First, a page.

Two minutes after entering last Tuesday's game against the Thunder, Nuggets point guard Andre Miller identified a matchup he liked.
His bulky, 6-foot-2, 200-pound body in the post against Jeremy Lamb's 6-foot-5, 185-pound wiry frame.
And over the next three possessions, the heady 15-year NBA veteran proceeded to take OKC's developing second-year two-guard to school.
In a span of 36 seconds on the game clock, Miller posted up Lamb three times. The result: five points and three quick fouls, concluding with an and-1 layup that sent Lamb to the bench.
“People probably will try to post me a little bit, but I'm not worried about it,” Lamb said. “I'm just going to work hard, try to get position, not allow them to catch the ball, little things like that.”
For the Thunder, that part of Lamb's defensive game could become a bit of a concern.
Even in preseason, teams seem set on exploiting his perceived lack of strength. On Sunday, when Lamb was planted on the 230-pound Richard Jefferson, Utah's veteran took him right to the low block.
After a quick pump fake got Lamb up in the air, Jefferson completed a crafty and-1, almost identical to the Miller play less than a week earlier.
“That's probably a pretty common thing among younger players,” Thunder coach Scott Brooks said. “They get tested … We're going to see (if he can defend bigger guards down there), because it's definitely going to happen.”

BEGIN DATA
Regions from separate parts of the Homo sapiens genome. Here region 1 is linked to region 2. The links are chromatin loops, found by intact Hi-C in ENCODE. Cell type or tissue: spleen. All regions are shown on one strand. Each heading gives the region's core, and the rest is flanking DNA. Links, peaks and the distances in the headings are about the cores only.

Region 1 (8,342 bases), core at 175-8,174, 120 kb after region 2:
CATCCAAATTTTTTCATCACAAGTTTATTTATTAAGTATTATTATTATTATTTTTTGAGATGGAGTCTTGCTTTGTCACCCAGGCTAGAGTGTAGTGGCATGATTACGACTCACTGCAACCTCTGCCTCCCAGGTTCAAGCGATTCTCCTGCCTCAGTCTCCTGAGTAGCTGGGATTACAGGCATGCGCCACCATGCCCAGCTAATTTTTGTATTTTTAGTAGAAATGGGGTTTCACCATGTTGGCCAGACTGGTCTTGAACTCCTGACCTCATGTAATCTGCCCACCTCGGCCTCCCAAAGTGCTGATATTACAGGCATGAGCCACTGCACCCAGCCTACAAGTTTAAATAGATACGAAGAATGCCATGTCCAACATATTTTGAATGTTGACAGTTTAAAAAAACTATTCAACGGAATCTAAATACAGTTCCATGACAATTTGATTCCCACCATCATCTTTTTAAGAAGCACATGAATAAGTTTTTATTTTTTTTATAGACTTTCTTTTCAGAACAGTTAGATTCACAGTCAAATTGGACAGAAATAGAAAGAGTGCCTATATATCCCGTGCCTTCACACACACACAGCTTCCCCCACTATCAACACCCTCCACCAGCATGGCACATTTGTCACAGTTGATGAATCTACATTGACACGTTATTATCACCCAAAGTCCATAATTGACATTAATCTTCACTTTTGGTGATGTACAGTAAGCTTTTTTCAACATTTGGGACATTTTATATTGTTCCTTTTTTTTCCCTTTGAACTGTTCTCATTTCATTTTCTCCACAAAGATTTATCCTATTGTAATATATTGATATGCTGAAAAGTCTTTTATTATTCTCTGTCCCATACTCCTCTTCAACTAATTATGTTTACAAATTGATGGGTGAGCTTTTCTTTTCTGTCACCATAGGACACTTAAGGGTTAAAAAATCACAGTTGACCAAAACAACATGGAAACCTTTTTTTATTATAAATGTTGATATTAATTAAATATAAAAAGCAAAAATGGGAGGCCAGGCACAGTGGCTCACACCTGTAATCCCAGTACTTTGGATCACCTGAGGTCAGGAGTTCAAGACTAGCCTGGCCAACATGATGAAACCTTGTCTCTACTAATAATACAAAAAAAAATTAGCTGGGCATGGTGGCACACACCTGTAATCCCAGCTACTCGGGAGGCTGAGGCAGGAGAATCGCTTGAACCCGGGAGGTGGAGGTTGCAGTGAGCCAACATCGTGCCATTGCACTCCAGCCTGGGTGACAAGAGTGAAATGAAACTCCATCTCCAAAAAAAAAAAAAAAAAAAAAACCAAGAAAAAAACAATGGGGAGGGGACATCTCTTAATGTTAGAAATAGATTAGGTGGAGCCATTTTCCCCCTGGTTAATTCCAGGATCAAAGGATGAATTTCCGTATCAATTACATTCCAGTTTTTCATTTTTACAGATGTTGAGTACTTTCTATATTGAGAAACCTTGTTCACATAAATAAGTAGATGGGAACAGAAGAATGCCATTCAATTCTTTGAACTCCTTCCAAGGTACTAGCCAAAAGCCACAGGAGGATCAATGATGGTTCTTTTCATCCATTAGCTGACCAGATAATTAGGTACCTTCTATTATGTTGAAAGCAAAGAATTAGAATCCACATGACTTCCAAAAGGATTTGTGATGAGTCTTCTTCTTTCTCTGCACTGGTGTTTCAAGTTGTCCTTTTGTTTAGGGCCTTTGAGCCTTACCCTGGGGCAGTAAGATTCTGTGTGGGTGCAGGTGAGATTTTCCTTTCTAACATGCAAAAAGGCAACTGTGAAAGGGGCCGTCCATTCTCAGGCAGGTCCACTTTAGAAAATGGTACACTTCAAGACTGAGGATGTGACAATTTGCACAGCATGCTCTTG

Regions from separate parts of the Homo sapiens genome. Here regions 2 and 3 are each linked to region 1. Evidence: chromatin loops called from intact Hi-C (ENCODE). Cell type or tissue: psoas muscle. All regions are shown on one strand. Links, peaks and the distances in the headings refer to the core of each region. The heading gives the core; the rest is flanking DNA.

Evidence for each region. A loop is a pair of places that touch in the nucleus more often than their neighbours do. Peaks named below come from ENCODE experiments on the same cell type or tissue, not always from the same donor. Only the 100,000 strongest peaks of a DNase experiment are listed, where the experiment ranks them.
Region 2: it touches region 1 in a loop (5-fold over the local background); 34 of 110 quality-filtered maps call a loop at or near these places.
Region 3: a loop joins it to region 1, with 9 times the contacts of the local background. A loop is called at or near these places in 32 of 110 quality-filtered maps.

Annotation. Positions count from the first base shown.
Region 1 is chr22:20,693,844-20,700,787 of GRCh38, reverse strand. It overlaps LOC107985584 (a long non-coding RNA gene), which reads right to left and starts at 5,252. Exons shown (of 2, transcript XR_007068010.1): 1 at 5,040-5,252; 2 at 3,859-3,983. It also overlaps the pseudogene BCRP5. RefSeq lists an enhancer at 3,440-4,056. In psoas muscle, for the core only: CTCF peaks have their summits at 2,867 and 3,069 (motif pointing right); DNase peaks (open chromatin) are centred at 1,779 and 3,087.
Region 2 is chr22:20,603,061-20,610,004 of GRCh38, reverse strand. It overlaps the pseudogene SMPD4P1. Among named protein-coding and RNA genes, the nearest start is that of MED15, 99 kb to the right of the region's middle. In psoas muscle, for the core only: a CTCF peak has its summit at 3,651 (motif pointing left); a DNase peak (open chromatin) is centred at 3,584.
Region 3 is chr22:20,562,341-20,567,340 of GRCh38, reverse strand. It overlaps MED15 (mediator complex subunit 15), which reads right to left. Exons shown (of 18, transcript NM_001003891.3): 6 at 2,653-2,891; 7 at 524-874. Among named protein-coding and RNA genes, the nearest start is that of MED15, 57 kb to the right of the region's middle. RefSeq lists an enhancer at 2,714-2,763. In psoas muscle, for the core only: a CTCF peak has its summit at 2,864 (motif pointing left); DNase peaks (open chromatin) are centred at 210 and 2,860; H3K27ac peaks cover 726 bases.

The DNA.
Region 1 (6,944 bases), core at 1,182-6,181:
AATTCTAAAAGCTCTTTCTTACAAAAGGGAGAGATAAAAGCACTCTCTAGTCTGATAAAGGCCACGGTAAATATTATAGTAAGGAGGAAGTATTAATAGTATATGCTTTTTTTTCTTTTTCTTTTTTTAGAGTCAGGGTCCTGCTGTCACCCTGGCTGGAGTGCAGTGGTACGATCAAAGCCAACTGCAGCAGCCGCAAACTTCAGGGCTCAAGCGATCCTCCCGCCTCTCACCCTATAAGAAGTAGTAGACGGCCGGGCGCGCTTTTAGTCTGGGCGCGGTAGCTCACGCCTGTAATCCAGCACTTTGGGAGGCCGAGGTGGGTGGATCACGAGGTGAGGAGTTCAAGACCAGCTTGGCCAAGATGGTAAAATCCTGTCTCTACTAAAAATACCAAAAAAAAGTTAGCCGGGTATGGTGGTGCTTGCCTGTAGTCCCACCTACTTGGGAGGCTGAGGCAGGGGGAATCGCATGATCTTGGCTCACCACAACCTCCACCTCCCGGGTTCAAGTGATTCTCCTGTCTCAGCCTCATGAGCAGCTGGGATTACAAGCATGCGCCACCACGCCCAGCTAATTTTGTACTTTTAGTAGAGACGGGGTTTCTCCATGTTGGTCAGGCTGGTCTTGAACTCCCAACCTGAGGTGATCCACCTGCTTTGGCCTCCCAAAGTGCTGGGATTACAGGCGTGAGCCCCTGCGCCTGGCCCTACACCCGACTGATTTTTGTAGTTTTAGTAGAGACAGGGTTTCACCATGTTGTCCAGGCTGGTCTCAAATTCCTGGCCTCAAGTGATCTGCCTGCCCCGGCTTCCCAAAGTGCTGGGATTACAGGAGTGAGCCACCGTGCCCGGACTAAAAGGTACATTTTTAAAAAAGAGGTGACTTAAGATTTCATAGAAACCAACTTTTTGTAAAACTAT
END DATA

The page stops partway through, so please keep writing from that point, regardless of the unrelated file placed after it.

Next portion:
But despite that potential issue moving forward, Lamb is far from a complete defensive liability.
In fact, his insertion into the rotation brings the Thunder an added dimension on that end that they lacked during Kevin Martin's 27.7 minutes per game a year ago.
Lamb is noticeably more athletic and lanky than the departed Martin, consistently using his unteachable 6-foot-11 wingspan and 38-inch vertical to disrupt opposing offenses.
In five preseason games, Lamb has 10 steals and a handful of other tips and deflections. Last season, Martin averaged less than a steal per game.
“I just try to be active, try to get my hands in the passing lane, try to get steals,” Lamb said. “Sometimes I come up with them, sometimes I don't. But I just try to be active.”
In addition, Lamb has four blocks in the preseason, not including an impressive weakside spike on a hook shot from Jazz center Enes Kanter on Sunday, which was wiped out by a late foul call.
In 77 games last season, Martin had eight total blocks.
“We rely on length,” Brooks said. “That's what makes us a very good defensive team. Our positions, we look for that. We like guys using their arms as defense.”
At this point, Brooks admits, it's still far too early to truly assess Lamb's eventual defensive impact. But despite some holes, he likes what he has seen.
“Jeremy is getting better,” Brooks said. “He's not there yet. He's getting better with his hands on the defensive end. But we still have to harp on those finer points … I like what he's doing. It's a great start that he's having defensively.”